These twelve historical accident reports represent the spectrum of icing knowledge during the late 1930s through the early 1960s. The flight data recorders, if they even existed, recorded a minimum of data and often were not readable, so the development of factual information required painstaking investments in time and money.
United 21 and Northwest 5 represent the benchmarks of icing accident investigation during this period. The icing discussion for United 21 begins on page 47. The Northwest captain was the only survivor of flight 5, and his thought processes are described in that report in great detail. Both investigations involved flight tests of the DC-3 in icing; it is interesting to compare the information developed in these investigations with the later investigations of Zantop and Frontier, and particularly Mid Continent 16. The latter appears to be almost identical to United 21, yet the investigation seems almost reluctant to incorporate or refer to those earlier accidents.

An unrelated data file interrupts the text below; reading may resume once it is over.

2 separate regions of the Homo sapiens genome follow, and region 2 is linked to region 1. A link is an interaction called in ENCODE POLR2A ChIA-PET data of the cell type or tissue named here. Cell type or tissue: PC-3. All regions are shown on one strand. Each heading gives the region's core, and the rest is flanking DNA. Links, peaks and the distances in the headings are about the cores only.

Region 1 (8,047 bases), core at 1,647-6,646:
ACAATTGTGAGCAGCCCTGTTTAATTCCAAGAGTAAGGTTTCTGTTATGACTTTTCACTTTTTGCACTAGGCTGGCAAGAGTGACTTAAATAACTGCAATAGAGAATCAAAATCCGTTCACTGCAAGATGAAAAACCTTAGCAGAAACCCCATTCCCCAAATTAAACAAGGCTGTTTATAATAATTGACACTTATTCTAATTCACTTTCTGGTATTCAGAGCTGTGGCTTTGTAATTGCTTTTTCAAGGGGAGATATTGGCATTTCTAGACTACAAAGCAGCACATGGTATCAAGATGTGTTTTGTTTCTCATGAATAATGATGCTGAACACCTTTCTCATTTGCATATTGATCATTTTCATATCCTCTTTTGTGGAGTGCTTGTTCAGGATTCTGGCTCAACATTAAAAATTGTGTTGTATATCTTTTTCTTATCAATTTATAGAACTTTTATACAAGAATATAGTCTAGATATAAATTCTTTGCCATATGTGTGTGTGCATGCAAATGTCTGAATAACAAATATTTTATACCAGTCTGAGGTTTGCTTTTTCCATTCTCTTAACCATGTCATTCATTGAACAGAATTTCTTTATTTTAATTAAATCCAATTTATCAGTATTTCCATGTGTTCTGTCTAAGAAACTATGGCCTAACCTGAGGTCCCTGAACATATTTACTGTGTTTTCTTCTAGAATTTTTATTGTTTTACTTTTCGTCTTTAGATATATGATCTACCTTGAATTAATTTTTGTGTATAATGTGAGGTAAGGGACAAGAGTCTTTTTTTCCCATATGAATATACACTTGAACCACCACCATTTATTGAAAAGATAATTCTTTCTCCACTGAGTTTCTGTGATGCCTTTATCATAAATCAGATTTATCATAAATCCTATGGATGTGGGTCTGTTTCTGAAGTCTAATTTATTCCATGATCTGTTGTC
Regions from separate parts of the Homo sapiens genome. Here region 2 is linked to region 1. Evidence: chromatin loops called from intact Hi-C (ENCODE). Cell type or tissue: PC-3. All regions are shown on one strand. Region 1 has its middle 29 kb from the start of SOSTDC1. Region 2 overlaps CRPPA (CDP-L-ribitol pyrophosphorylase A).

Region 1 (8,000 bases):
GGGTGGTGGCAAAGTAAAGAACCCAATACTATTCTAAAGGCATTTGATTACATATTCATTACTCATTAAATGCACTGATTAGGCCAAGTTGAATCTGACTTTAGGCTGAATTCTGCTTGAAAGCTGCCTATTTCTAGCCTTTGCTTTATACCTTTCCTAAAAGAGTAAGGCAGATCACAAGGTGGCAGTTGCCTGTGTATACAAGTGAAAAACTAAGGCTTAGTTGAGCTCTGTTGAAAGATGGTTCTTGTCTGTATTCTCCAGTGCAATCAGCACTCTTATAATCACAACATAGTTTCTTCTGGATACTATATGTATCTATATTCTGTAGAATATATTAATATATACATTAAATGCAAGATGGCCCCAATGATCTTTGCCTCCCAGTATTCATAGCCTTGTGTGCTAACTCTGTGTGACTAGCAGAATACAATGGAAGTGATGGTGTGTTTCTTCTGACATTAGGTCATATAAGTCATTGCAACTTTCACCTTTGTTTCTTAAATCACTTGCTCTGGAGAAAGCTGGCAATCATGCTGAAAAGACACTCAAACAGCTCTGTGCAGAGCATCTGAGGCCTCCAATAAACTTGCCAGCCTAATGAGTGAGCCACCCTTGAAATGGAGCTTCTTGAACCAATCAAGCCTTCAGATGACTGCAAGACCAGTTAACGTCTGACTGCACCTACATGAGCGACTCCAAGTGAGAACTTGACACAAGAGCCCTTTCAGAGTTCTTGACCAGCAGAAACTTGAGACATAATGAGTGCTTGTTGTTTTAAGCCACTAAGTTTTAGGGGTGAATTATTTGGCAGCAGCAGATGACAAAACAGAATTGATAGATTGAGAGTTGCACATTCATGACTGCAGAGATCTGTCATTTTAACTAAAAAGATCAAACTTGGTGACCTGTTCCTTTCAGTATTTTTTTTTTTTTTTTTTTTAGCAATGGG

The report for the Maersk Air Fokker F-27 accident in 1969 provides a perspective of icing from a European standpoint at that time. Note that the probable cause does not indicate a role for the approximately 1 inch of ice accretion during this stall-type accident.
The wide range of interpretations given to the influence of icing in these reports may suggest an inconsistent knowledge of icing within the investigative communities of the times. Although a number of fundamental lessons were captured very early on, the difficulties of obtaining and disseminating previously learned lessons may have made it difficult to sustain the very same lessons.